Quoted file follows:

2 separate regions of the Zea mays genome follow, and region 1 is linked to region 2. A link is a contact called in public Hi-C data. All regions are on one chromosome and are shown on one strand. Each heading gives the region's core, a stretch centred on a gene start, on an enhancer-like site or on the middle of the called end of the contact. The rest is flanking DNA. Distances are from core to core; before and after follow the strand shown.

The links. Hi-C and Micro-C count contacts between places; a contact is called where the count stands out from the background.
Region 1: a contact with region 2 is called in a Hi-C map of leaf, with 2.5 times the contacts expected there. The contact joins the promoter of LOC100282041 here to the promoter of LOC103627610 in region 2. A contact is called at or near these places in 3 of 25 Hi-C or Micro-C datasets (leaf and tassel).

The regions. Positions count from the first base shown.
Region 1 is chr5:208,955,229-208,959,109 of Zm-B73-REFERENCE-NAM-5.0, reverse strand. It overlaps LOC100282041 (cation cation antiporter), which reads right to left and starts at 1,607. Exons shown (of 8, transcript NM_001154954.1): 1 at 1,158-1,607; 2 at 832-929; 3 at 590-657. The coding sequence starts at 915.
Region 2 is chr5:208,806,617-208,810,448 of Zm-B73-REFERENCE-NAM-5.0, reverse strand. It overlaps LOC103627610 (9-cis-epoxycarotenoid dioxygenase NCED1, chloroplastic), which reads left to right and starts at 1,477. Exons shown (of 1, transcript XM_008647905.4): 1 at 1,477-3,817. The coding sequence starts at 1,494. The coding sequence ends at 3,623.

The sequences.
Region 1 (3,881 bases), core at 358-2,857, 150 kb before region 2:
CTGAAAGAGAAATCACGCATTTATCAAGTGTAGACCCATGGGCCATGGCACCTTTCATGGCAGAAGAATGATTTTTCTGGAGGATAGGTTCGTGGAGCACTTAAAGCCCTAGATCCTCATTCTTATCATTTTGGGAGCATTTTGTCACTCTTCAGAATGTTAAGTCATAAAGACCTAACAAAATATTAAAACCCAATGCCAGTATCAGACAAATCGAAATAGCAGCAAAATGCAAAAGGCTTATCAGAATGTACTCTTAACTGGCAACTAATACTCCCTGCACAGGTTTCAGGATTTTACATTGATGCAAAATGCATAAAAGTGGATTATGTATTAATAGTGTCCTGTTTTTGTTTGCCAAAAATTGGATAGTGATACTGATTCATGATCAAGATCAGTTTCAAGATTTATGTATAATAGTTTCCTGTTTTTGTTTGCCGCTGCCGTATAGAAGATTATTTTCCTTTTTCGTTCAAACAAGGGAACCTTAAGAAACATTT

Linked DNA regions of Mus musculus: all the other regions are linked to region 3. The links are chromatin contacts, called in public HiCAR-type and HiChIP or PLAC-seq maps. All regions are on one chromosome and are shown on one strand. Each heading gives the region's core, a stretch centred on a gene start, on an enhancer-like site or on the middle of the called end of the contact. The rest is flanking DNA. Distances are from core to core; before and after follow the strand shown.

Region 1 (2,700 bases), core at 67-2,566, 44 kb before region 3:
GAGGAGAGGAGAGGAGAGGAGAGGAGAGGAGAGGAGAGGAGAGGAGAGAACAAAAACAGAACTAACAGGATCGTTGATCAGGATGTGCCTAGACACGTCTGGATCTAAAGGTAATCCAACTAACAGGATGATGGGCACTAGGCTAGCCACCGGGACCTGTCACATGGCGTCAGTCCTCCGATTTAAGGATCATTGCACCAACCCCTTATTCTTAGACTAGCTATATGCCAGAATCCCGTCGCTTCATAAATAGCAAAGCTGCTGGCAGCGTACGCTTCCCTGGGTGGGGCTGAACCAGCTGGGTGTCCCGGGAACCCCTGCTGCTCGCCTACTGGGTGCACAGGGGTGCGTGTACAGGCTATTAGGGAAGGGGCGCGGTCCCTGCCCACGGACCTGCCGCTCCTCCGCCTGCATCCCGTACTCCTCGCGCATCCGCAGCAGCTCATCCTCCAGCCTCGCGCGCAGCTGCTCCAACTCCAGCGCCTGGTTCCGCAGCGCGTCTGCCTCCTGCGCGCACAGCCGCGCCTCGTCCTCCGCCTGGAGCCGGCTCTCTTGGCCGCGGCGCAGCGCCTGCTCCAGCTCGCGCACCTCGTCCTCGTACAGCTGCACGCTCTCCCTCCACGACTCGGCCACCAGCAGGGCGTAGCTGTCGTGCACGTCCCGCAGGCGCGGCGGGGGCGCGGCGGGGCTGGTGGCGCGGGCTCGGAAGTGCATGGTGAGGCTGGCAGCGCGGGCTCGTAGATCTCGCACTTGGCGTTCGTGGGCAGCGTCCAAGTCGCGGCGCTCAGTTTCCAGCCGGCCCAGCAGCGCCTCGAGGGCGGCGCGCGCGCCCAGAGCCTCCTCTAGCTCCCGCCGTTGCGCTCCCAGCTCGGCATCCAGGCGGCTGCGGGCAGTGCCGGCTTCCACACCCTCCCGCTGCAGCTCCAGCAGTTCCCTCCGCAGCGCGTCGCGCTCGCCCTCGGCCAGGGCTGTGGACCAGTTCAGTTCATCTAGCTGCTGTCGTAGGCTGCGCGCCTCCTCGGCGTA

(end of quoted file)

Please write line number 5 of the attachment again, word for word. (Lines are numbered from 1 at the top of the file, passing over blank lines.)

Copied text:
Region 1 is chr5:208,955,229-208,959,109 of Zm-B73-REFERENCE-NAM-5.0, reverse strand. It overlaps LOC100282041 (cation cation antiporter), which reads right to left and starts at 1,607. Exons shown (of 8, transcript NM_001154954.1): 1 at 1,158-1,607; 2 at 832-929; 3 at 590-657. The coding sequence starts at 915.